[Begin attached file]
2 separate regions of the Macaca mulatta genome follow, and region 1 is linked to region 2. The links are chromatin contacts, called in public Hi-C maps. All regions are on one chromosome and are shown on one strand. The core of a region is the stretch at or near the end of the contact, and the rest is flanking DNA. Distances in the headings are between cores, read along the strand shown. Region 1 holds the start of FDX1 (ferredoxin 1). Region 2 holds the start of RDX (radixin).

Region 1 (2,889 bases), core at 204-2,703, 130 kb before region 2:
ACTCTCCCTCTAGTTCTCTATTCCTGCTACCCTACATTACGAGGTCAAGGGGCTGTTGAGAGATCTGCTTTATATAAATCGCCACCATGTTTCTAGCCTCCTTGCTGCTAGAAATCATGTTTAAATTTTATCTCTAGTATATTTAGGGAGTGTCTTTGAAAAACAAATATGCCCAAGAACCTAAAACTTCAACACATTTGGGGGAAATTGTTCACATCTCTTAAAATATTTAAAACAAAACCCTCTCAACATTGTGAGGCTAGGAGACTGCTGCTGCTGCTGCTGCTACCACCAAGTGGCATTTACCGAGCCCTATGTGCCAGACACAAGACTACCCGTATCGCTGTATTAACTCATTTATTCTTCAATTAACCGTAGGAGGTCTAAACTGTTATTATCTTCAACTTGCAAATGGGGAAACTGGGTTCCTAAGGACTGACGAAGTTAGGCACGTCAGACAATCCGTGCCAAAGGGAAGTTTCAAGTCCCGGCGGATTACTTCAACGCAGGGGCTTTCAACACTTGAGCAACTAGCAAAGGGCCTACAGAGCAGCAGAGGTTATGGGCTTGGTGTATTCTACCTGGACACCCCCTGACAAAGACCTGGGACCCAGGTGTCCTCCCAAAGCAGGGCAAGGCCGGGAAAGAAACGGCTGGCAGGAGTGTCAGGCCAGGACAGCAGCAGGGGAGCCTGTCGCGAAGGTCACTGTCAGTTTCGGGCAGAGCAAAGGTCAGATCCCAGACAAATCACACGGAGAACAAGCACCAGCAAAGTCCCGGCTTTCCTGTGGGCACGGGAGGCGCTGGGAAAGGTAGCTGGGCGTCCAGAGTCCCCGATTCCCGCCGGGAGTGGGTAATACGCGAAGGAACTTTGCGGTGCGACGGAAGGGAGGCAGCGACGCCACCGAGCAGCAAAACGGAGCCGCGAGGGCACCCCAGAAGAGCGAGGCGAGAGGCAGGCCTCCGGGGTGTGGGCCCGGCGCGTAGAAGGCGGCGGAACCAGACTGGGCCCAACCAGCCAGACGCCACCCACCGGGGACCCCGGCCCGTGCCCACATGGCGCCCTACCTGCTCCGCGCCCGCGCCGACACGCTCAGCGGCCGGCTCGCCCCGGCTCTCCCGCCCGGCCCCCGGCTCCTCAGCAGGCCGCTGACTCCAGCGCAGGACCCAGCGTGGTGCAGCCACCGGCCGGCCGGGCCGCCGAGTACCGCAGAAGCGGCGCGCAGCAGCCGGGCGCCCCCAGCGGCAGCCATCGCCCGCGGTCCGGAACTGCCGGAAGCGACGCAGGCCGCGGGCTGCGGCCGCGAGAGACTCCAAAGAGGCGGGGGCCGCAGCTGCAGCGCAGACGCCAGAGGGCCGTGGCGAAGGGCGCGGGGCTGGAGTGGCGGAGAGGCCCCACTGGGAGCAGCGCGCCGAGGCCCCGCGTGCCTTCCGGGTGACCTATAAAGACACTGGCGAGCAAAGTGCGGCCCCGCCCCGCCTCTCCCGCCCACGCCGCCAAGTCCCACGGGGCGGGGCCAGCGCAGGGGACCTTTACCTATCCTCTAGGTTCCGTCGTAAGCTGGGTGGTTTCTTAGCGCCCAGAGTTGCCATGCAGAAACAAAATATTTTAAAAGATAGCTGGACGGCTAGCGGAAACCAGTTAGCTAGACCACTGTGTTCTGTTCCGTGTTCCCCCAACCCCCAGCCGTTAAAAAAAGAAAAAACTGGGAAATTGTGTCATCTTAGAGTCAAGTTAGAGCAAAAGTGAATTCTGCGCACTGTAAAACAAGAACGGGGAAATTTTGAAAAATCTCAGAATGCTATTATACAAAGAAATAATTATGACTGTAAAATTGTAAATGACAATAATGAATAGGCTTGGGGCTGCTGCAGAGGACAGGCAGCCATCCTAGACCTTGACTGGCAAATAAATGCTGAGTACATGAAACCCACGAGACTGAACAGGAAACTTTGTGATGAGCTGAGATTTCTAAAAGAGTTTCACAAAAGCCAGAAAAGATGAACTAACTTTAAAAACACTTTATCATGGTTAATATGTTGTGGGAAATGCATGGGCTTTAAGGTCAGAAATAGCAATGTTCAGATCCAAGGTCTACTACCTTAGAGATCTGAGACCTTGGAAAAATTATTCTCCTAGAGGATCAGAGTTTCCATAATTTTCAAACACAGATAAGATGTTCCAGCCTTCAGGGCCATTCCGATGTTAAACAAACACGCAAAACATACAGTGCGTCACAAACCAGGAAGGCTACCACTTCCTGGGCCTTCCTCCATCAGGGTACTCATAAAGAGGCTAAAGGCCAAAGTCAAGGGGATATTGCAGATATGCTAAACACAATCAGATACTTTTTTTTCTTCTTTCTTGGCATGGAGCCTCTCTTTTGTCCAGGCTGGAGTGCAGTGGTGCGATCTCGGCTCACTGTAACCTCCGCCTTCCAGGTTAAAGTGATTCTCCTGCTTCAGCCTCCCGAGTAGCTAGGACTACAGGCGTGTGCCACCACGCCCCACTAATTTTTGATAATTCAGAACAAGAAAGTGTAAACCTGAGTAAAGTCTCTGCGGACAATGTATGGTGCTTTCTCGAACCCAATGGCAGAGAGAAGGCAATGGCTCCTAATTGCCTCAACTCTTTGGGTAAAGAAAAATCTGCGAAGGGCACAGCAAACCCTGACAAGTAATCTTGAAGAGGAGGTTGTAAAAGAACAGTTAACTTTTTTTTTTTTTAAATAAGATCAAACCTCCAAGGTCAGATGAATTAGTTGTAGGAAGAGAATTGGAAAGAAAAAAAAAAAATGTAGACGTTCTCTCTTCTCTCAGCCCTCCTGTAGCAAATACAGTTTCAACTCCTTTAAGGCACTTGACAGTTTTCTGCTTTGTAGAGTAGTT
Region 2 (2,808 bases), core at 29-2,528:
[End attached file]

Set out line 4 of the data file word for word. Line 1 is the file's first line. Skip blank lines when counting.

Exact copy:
Region 2 (2,808 bases), core at 29-2,528: